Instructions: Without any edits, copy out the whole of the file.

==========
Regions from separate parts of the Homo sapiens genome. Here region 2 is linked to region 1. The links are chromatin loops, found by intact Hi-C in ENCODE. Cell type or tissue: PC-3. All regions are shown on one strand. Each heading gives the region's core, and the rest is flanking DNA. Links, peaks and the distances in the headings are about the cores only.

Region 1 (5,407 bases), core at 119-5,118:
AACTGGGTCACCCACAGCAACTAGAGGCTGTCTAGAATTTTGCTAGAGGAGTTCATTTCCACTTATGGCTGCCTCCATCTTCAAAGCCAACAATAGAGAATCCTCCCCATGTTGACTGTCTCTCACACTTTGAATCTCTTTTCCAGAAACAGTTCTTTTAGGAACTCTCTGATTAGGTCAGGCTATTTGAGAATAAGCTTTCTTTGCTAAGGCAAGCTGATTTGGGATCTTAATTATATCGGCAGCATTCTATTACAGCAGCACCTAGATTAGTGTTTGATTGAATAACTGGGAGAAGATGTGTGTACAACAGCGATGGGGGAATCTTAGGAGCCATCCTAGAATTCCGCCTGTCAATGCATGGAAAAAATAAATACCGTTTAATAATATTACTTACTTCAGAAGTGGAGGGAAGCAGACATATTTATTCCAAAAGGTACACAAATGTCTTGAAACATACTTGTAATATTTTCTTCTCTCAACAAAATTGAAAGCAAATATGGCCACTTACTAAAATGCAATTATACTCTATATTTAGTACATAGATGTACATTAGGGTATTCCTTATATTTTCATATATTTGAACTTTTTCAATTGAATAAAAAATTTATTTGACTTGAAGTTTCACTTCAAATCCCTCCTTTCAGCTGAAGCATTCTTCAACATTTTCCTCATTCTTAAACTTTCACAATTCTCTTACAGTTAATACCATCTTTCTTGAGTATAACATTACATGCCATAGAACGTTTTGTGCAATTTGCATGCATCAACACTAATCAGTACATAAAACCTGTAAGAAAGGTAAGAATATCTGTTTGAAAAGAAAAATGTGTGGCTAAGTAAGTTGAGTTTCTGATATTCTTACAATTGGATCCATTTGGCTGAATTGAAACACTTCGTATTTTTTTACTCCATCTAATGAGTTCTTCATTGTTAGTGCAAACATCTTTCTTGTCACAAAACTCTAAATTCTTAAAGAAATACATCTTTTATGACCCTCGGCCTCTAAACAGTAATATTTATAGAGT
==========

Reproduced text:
Regions from separate parts of the Homo sapiens genome. Here region 2 is linked to region 1. The links are chromatin loops, found by intact Hi-C in ENCODE. Cell type or tissue: PC-3. All regions are shown on one strand. Each heading gives the region's core, and the rest is flanking DNA. Links, peaks and the distances in the headings are about the cores only.

Region 1 (5,407 bases), core at 119-5,118:
AACTGGGTCACCCACAGCAACTAGAGGCTGTCTAGAATTTTGCTAGAGGAGTTCATTTCCACTTATGGCTGCCTCCATCTTCAAAGCCAACAATAGAGAATCCTCCCCATGTTGACTGTCTCTCACACTTTGAATCTCTTTTCCAGAAACAGTTCTTTTAGGAACTCTCTGATTAGGTCAGGCTATTTGAGAATAAGCTTTCTTTGCTAAGGCAAGCTGATTTGGGATCTTAATTATATCGGCAGCATTCTATTACAGCAGCACCTAGATTAGTGTTTGATTGAATAACTGGGAGAAGATGTGTGTACAACAGCGATGGGGGAATCTTAGGAGCCATCCTAGAATTCCGCCTGTCAATGCATGGAAAAAATAAATACCGTTTAATAATATTACTTACTTCAGAAGTGGAGGGAAGCAGACATATTTATTCCAAAAGGTACACAAATGTCTTGAAACATACTTGTAATATTTTCTTCTCTCAACAAAATTGAAAGCAAATATGGCCACTTACTAAAATGCAATTATACTCTATATTTAGTACATAGATGTACATTAGGGTATTCCTTATATTTTCATATATTTGAACTTTTTCAATTGAATAAAAAATTTATTTGACTTGAAGTTTCACTTCAAATCCCTCCTTTCAGCTGAAGCATTCTTCAACATTTTCCTCATTCTTAAACTTTCACAATTCTCTTACAGTTAATACCATCTTTCTTGAGTATAACATTACATGCCATAGAACGTTTTGTGCAATTTGCATGCATCAACACTAATCAGTACATAAAACCTGTAAGAAAGGTAAGAATATCTGTTTGAAAAGAAAAATGTGTGGCTAAGTAAGTTGAGTTTCTGATATTCTTACAATTGGATCCATTTGGCTGAATTGAAACACTTCGTATTTTTTTACTCCATCTAATGAGTTCTTCATTGTTAGTGCAAACATCTTTCTTGTCACAAAACTCTAAATTCTTAAAGAAATACATCTTTTATGACCCTCGGCCTCTAAACAGTAATATTTATAGAGT